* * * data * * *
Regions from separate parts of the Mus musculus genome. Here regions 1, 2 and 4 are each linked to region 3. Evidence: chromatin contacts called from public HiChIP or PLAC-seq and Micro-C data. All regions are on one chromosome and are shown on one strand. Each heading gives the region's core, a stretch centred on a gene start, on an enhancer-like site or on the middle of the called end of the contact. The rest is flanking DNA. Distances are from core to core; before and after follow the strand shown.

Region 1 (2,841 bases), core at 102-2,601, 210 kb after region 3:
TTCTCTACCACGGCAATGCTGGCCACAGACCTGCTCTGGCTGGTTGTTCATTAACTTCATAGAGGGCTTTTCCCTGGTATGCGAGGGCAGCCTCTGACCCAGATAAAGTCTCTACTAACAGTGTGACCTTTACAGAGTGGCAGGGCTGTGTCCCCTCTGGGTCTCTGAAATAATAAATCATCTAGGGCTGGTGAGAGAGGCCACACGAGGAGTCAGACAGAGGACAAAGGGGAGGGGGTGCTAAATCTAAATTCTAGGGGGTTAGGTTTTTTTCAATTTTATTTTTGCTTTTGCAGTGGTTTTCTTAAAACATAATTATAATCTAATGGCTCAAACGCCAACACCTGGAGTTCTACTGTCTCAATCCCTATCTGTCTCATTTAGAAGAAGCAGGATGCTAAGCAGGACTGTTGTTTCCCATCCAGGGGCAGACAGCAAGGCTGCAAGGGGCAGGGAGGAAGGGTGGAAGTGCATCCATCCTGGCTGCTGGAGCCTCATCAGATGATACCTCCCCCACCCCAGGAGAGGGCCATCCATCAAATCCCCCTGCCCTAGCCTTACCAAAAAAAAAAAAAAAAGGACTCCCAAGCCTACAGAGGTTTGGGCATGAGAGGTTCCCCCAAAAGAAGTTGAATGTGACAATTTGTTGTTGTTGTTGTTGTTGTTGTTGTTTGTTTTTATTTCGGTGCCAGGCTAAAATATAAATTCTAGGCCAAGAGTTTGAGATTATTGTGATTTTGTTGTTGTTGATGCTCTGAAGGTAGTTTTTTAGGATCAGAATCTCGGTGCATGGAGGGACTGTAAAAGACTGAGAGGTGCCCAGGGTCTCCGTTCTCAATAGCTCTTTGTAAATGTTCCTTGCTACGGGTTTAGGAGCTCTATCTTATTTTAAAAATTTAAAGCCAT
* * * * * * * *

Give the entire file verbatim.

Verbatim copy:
Regions from separate parts of the Mus musculus genome. Here regions 1, 2 and 4 are each linked to region 3. Evidence: chromatin contacts called from public HiChIP or PLAC-seq and Micro-C data. All regions are on one chromosome and are shown on one strand. Each heading gives the region's core, a stretch centred on a gene start, on an enhancer-like site or on the middle of the called end of the contact. The rest is flanking DNA. Distances are from core to core; before and after follow the strand shown.

Region 1 (2,841 bases), core at 102-2,601, 210 kb after region 3:
TTCTCTACCACGGCAATGCTGGCCACAGACCTGCTCTGGCTGGTTGTTCATTAACTTCATAGAGGGCTTTTCCCTGGTATGCGAGGGCAGCCTCTGACCCAGATAAAGTCTCTACTAACAGTGTGACCTTTACAGAGTGGCAGGGCTGTGTCCCCTCTGGGTCTCTGAAATAATAAATCATCTAGGGCTGGTGAGAGAGGCCACACGAGGAGTCAGACAGAGGACAAAGGGGAGGGGGTGCTAAATCTAAATTCTAGGGGGTTAGGTTTTTTTCAATTTTATTTTTGCTTTTGCAGTGGTTTTCTTAAAACATAATTATAATCTAATGGCTCAAACGCCAACACCTGGAGTTCTACTGTCTCAATCCCTATCTGTCTCATTTAGAAGAAGCAGGATGCTAAGCAGGACTGTTGTTTCCCATCCAGGGGCAGACAGCAAGGCTGCAAGGGGCAGGGAGGAAGGGTGGAAGTGCATCCATCCTGGCTGCTGGAGCCTCATCAGATGATACCTCCCCCACCCCAGGAGAGGGCCATCCATCAAATCCCCCTGCCCTAGCCTTACCAAAAAAAAAAAAAAAAGGACTCCCAAGCCTACAGAGGTTTGGGCATGAGAGGTTCCCCCAAAAGAAGTTGAATGTGACAATTTGTTGTTGTTGTTGTTGTTGTTGTTGTTTGTTTTTATTTCGGTGCCAGGCTAAAATATAAATTCTAGGCCAAGAGTTTGAGATTATTGTGATTTTGTTGTTGTTGATGCTCTGAAGGTAGTTTTTTAGGATCAGAATCTCGGTGCATGGAGGGACTGTAAAAGACTGAGAGGTGCCCAGGGTCTCCGTTCTCAATAGCTCTTTGTAAATGTTCCTTGCTACGGGTTTAGGAGCTCTATCTTATTTTAAAAATTTAAAGCCAT